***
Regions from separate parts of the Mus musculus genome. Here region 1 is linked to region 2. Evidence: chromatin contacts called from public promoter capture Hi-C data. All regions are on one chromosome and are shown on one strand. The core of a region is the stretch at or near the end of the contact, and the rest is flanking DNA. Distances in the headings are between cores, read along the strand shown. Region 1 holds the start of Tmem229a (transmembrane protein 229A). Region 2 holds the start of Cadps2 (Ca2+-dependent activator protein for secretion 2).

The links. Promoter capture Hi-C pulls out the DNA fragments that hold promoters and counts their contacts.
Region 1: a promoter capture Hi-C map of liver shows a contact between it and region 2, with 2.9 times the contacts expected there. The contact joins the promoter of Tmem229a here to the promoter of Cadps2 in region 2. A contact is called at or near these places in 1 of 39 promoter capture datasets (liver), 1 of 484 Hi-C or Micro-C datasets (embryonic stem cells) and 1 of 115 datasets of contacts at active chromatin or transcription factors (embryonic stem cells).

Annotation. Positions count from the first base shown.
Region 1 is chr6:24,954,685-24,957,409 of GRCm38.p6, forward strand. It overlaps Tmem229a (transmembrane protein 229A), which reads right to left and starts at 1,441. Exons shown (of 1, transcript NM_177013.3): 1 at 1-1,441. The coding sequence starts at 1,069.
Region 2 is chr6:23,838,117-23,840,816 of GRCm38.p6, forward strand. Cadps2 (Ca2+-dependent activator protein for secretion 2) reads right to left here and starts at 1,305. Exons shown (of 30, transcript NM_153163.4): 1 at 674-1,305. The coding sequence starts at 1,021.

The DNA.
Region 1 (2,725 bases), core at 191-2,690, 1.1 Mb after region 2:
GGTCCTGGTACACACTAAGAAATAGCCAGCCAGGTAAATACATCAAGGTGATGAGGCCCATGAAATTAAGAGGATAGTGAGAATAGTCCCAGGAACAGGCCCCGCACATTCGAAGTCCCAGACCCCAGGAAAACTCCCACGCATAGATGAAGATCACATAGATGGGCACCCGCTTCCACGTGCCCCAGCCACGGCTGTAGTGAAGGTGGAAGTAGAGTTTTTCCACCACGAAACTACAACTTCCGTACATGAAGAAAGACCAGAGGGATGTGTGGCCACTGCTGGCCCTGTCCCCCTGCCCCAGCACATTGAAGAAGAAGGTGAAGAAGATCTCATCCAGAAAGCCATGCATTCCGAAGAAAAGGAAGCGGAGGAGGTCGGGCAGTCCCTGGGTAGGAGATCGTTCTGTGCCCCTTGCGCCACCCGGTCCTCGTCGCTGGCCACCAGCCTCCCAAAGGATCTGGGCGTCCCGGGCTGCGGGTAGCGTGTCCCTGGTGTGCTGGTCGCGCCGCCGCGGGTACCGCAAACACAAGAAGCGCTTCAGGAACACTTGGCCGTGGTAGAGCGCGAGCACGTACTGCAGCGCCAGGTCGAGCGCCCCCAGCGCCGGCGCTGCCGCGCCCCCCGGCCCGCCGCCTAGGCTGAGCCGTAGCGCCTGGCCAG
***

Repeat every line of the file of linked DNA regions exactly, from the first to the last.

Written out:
Regions from separate parts of the Mus musculus genome. Here region 1 is linked to region 2. Evidence: chromatin contacts called from public promoter capture Hi-C data. All regions are on one chromosome and are shown on one strand. The core of a region is the stretch at or near the end of the contact, and the rest is flanking DNA. Distances in the headings are between cores, read along the strand shown. Region 1 holds the start of Tmem229a (transmembrane protein 229A). Region 2 holds the start of Cadps2 (Ca2+-dependent activator protein for secretion 2).

The links. Promoter capture Hi-C pulls out the DNA fragments that hold promoters and counts their contacts.
Region 1: a promoter capture Hi-C map of liver shows a contact between it and region 2, with 2.9 times the contacts expected there. The contact joins the promoter of Tmem229a here to the promoter of Cadps2 in region 2. A contact is called at or near these places in 1 of 39 promoter capture datasets (liver), 1 of 484 Hi-C or Micro-C datasets (embryonic stem cells) and 1 of 115 datasets of contacts at active chromatin or transcription factors (embryonic stem cells).

Annotation. Positions count from the first base shown.
Region 1 is chr6:24,954,685-24,957,409 of GRCm38.p6, forward strand. It overlaps Tmem229a (transmembrane protein 229A), which reads right to left and starts at 1,441. Exons shown (of 1, transcript NM_177013.3): 1 at 1-1,441. The coding sequence starts at 1,069.
Region 2 is chr6:23,838,117-23,840,816 of GRCm38.p6, forward strand. Cadps2 (Ca2+-dependent activator protein for secretion 2) reads right to left here and starts at 1,305. Exons shown (of 30, transcript NM_153163.4): 1 at 674-1,305. The coding sequence starts at 1,021.

The DNA.
Region 1 (2,725 bases), core at 191-2,690, 1.1 Mb after region 2:
GGTCCTGGTACACACTAAGAAATAGCCAGCCAGGTAAATACATCAAGGTGATGAGGCCCATGAAATTAAGAGGATAGTGAGAATAGTCCCAGGAACAGGCCCCGCACATTCGAAGTCCCAGACCCCAGGAAAACTCCCACGCATAGATGAAGATCACATAGATGGGCACCCGCTTCCACGTGCCCCAGCCACGGCTGTAGTGAAGGTGGAAGTAGAGTTTTTCCACCACGAAACTACAACTTCCGTACATGAAGAAAGACCAGAGGGATGTGTGGCCACTGCTGGCCCTGTCCCCCTGCCCCAGCACATTGAAGAAGAAGGTGAAGAAGATCTCATCCAGAAAGCCATGCATTCCGAAGAAAAGGAAGCGGAGGAGGTCGGGCAGTCCCTGGGTAGGAGATCGTTCTGTGCCCCTTGCGCCACCCGGTCCTCGTCGCTGGCCACCAGCCTCCCAAAGGATCTGGGCGTCCCGGGCTGCGGGTAGCGTGTCCCTGGTGTGCTGGTCGCGCCGCCGCGGGTACCGCAAACACAAGAAGCGCTTCAGGAACACTTGGCCGTGGTAGAGCGCGAGCACGTACTGCAGCGCCAGGTCGAGCGCCCCCAGCGCCGGCGCTGCCGCGCCCCCCGGCCCGCCGCCTAGGCTGAGCCGTAGCGCCTGGCCAG